FRI, 27 JAN 2017Team sports boost life-satisfaction
Being a member of a sports team offers huge health benefits, and new research by Dr Chia-Huei Wu suggests it may also make you happier.
MON, 16 JAN 2017Manipulating workers desire for meaningful work can alienate employees
A new study co-authored by Dr Emma Soane reveals that strategies to boost staff performance and morale by manipulating an employee’s desire for meaningful work often achieve the opposite effect.
TUE, 20 DEC 2016, ForbesDoes Hollywood predict the future with any degree of accuracy?
Robots on the silver screen are often portrayed as 'out to get us', but in reality Professor Leslie Willcocks finds that robots can be effective when partnered with human intelligence.
MON, 5 DEC 2016How to break down the glass wall: successful strategies for women at work
Kathryn Jacob, CEO of Pearl and Dean, and Sue Unerman, Chief Strategy Officer at MediaCom, offered smart, practical strategies for women to succeed at work at an LSE public lecture. Listen to the podcast.
TUE, 15 NOV 16The Scale-up Manifesto: How Britain is becoming the scale-up nation of the world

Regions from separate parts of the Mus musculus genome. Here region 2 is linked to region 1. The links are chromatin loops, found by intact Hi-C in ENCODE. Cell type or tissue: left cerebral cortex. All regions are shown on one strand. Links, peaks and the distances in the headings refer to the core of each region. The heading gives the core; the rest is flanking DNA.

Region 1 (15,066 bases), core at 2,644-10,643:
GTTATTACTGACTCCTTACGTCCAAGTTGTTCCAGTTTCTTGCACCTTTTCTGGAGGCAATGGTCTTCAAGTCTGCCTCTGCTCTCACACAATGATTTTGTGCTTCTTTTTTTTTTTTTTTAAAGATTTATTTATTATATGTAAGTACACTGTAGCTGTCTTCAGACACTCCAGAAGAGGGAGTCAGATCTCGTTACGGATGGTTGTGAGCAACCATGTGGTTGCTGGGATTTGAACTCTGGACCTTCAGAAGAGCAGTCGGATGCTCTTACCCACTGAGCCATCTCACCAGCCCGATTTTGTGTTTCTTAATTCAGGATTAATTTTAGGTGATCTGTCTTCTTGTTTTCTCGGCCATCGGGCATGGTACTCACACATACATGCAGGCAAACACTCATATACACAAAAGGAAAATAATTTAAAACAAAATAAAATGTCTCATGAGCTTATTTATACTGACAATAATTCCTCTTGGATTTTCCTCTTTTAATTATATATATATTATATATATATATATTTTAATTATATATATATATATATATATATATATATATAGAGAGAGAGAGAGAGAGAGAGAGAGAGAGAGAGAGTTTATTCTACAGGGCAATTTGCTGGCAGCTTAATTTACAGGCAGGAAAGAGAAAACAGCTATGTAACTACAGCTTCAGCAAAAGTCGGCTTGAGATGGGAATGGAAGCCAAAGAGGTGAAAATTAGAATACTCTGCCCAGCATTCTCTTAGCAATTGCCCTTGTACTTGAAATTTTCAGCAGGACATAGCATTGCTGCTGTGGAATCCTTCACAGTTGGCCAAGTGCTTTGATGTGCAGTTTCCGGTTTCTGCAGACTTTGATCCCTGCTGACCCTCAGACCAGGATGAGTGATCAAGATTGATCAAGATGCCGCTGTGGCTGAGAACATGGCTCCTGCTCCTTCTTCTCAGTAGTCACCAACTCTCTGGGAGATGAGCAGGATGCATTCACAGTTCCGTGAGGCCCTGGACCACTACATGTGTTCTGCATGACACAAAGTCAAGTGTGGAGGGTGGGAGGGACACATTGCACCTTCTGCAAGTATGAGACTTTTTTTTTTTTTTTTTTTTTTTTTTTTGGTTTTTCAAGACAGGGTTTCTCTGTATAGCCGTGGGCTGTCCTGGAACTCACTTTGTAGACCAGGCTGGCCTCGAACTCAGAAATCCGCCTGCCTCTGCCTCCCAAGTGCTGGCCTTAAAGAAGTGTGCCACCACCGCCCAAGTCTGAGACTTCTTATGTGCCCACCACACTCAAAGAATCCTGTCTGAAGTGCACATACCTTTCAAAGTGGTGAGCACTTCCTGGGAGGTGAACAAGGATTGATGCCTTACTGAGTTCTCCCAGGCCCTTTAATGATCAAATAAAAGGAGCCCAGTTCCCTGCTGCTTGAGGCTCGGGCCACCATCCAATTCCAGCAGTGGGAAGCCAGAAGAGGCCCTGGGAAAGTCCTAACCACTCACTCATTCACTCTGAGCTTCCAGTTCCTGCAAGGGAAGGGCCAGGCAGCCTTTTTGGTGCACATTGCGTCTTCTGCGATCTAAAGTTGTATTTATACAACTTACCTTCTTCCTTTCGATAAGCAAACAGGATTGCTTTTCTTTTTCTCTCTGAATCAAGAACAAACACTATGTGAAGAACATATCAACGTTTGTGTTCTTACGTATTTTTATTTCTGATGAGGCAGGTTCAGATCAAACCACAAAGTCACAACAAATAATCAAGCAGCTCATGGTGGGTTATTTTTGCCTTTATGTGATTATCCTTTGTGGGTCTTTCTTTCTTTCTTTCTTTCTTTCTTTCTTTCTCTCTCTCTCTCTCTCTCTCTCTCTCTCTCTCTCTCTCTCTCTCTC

The Department of Management brought together experts to discuss the latest findings of the 2016 Scale-Up Review. Listen to the podcast.
WED, 9 NOV 2016, The Financial TimesFake MBAs haunt CVs even in the internet age
Dr Roger Levy comments on how – in a connected world where many facts can be checked so easily – job candidates are cheating the system.
TUE, 8 NOV 2016, ForbesFour Ways Successful People Build Confidence
Dr Rebecca Newton explains how to increase confidence at work.
TUE, 1 NOV 2016Richard Reed reveals ways to succeed in life
Richard Reed, co-founder of Innocent Drinks, shared lessons in how to create and succeed at an LSE public lecture.
SUN, 25 OCT 2016, LSE Brexit blogThe end of Eldorado: Brexit Britain is likely to get a very bad deal from Spain
Professor Luis Garicano argues that Brexit puts much at risk.
MON, 24 OCT 2016Dr Fabian Waldinger awarded Philip Leverhulme Prize
Dr Fabian Waldinger, an “exceptional” researcher, has received one of five prestigious Philip Leverhulme Prizes in Economics.
FRI, 14 OCT 2016The future of computer science, according to Eric Schmidt
Eric Schmidt, Executive Chairman of Alphabet and former CEO of Google, shared his views on computer science education and Britain’s ‘computing crisis’ at a public conversation.
OCT 2016, Harvard Business ReviewThe case against long-term incentive plans
Prior to LSE, Professor Sandy Pepper spent 27 years at PwC helping clients devise ways to compensate CEOs. Subsequently he states, “I was part of the system that I've come to say is not very effective".
FRI, 30 SEP 2016, The Economist Intelligence UnitThe intelligent workforce
Professor Leslie Willcocks’ research suggests that humans and robots are most effective when working together.
TUE, 6 SEP 2016Home working loses its appeal over time for both companies and staff
New research by Dr Esther Canonico finds that the benefits of working from home disappear over time.